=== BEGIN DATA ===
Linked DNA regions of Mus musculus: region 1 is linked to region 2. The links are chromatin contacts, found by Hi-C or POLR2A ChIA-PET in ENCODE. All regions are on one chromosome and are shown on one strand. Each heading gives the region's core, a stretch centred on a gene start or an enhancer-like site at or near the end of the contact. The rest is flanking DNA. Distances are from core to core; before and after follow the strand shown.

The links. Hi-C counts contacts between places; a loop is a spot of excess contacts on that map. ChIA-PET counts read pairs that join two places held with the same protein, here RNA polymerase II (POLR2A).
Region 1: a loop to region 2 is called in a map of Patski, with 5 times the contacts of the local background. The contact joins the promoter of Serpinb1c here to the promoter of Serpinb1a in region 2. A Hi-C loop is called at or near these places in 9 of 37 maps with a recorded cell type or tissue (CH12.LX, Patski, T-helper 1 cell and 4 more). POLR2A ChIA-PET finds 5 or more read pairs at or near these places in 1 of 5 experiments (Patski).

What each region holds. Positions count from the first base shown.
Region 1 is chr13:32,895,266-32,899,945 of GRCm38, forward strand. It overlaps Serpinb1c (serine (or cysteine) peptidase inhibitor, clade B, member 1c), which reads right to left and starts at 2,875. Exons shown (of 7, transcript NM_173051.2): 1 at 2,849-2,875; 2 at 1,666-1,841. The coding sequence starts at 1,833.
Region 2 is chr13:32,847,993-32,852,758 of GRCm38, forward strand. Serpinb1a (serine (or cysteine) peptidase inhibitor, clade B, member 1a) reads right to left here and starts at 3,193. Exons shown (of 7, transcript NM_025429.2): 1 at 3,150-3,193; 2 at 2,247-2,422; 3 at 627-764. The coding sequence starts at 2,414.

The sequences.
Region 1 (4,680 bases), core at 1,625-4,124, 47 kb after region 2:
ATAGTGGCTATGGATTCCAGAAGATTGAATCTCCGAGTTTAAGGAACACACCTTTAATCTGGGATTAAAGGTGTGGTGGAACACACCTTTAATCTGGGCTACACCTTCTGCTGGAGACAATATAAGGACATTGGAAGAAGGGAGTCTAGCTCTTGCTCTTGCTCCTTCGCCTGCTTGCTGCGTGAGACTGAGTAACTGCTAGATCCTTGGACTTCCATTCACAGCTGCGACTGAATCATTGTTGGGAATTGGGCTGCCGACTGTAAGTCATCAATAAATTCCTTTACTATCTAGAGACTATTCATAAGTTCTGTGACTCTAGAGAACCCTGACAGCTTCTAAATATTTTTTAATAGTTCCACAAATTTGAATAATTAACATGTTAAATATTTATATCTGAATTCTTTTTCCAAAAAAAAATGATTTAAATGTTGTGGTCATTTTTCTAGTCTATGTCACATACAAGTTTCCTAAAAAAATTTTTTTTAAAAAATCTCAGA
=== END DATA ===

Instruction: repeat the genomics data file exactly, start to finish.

Linked DNA regions of Mus musculus: region 1 is linked to region 2. The links are chromatin contacts, found by Hi-C or POLR2A ChIA-PET in ENCODE. All regions are on one chromosome and are shown on one strand. Each heading gives the region's core, a stretch centred on a gene start or an enhancer-like site at or near the end of the contact. The rest is flanking DNA. Distances are from core to core; before and after follow the strand shown.

The links. Hi-C counts contacts between places; a loop is a spot of excess contacts on that map. ChIA-PET counts read pairs that join two places held with the same protein, here RNA polymerase II (POLR2A).
Region 1: a loop to region 2 is called in a map of Patski, with 5 times the contacts of the local background. The contact joins the promoter of Serpinb1c here to the promoter of Serpinb1a in region 2. A Hi-C loop is called at or near these places in 9 of 37 maps with a recorded cell type or tissue (CH12.LX, Patski, T-helper 1 cell and 4 more). POLR2A ChIA-PET finds 5 or more read pairs at or near these places in 1 of 5 experiments (Patski).

What each region holds. Positions count from the first base shown.
Region 1 is chr13:32,895,266-32,899,945 of GRCm38, forward strand. It overlaps Serpinb1c (serine (or cysteine) peptidase inhibitor, clade B, member 1c), which reads right to left and starts at 2,875. Exons shown (of 7, transcript NM_173051.2): 1 at 2,849-2,875; 2 at 1,666-1,841. The coding sequence starts at 1,833.
Region 2 is chr13:32,847,993-32,852,758 of GRCm38, forward strand. Serpinb1a (serine (or cysteine) peptidase inhibitor, clade B, member 1a) reads right to left here and starts at 3,193. Exons shown (of 7, transcript NM_025429.2): 1 at 3,150-3,193; 2 at 2,247-2,422; 3 at 627-764. The coding sequence starts at 2,414.

The sequences.
Region 1 (4,680 bases), core at 1,625-4,124, 47 kb after region 2:
ATAGTGGCTATGGATTCCAGAAGATTGAATCTCCGAGTTTAAGGAACACACCTTTAATCTGGGATTAAAGGTGTGGTGGAACACACCTTTAATCTGGGCTACACCTTCTGCTGGAGACAATATAAGGACATTGGAAGAAGGGAGTCTAGCTCTTGCTCTTGCTCCTTCGCCTGCTTGCTGCGTGAGACTGAGTAACTGCTAGATCCTTGGACTTCCATTCACAGCTGCGACTGAATCATTGTTGGGAATTGGGCTGCCGACTGTAAGTCATCAATAAATTCCTTTACTATCTAGAGACTATTCATAAGTTCTGTGACTCTAGAGAACCCTGACAGCTTCTAAATATTTTTTAATAGTTCCACAAATTTGAATAATTAACATGTTAAATATTTATATCTGAATTCTTTTTCCAAAAAAAAATGATTTAAATGTTGTGGTCATTTTTCTAGTCTATGTCACATACAAGTTTCCTAAAAAAATTTTTTTTAAAAAATCTCAGA